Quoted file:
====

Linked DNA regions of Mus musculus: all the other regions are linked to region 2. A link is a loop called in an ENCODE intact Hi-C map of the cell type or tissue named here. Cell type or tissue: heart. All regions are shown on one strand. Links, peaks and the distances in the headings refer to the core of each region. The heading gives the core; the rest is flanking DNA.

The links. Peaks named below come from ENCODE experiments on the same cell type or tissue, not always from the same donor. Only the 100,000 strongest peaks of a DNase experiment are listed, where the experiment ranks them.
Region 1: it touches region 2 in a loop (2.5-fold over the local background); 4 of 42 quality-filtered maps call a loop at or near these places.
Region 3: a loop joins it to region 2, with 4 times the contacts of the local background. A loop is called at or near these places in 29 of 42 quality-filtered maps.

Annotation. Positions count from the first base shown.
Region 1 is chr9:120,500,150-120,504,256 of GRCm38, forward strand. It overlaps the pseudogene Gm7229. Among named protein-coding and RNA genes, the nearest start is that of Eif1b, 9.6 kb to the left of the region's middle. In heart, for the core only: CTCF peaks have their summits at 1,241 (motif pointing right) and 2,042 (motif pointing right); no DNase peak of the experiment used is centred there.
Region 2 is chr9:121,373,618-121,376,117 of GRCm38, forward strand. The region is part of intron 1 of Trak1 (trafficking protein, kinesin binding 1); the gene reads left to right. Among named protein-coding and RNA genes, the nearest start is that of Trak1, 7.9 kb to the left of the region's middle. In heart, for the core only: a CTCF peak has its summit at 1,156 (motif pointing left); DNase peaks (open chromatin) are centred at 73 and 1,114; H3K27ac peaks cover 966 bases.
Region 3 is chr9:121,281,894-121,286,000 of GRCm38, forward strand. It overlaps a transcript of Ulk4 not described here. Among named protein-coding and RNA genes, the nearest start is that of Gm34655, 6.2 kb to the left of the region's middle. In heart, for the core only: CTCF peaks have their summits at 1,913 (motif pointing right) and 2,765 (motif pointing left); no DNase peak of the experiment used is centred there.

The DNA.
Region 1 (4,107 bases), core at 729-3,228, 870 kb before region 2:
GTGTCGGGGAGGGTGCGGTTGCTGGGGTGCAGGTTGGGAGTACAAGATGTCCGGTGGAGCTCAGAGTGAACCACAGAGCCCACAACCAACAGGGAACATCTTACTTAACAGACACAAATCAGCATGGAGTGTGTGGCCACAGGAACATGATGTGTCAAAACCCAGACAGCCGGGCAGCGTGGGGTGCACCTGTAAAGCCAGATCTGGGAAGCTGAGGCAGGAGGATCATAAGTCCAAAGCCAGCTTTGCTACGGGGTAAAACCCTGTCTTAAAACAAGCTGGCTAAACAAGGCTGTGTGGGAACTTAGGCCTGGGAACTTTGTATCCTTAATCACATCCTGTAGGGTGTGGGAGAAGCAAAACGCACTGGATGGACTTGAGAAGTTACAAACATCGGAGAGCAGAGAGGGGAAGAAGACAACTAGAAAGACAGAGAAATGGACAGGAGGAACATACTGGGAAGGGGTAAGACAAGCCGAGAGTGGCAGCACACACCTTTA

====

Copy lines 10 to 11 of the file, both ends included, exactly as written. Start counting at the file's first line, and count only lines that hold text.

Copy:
Region 1 (4,107 bases), core at 729-3,228, 870 kb before region 2:
GTGTCGGGGAGGGTGCGGTTGCTGGGGTGCAGGTTGGGAGTACAAGATGTCCGGTGGAGCTCAGAGTGAACCACAGAGCCCACAACCAACAGGGAACATCTTACTTAACAGACACAAATCAGCATGGAGTGTGTGGCCACAGGAACATGATGTGTCAAAACCCAGACAGCCGGGCAGCGTGGGGTGCACCTGTAAAGCCAGATCTGGGAAGCTGAGGCAGGAGGATCATAAGTCCAAAGCCAGCTTTGCTACGGGGTAAAACCCTGTCTTAAAACAAGCTGGCTAAACAAGGCTGTGTGGGAACTTAGGCCTGGGAACTTTGTATCCTTAATCACATCCTGTAGGGTGTGGGAGAAGCAAAACGCACTGGATGGACTTGAGAAGTTACAAACATCGGAGAGCAGAGAGGGGAAGAAGACAACTAGAAAGACAGAGAAATGGACAGGAGGAACATACTGGGAAGGGGTAAGACAAGCCGAGAGTGGCAGCACACACCTTTA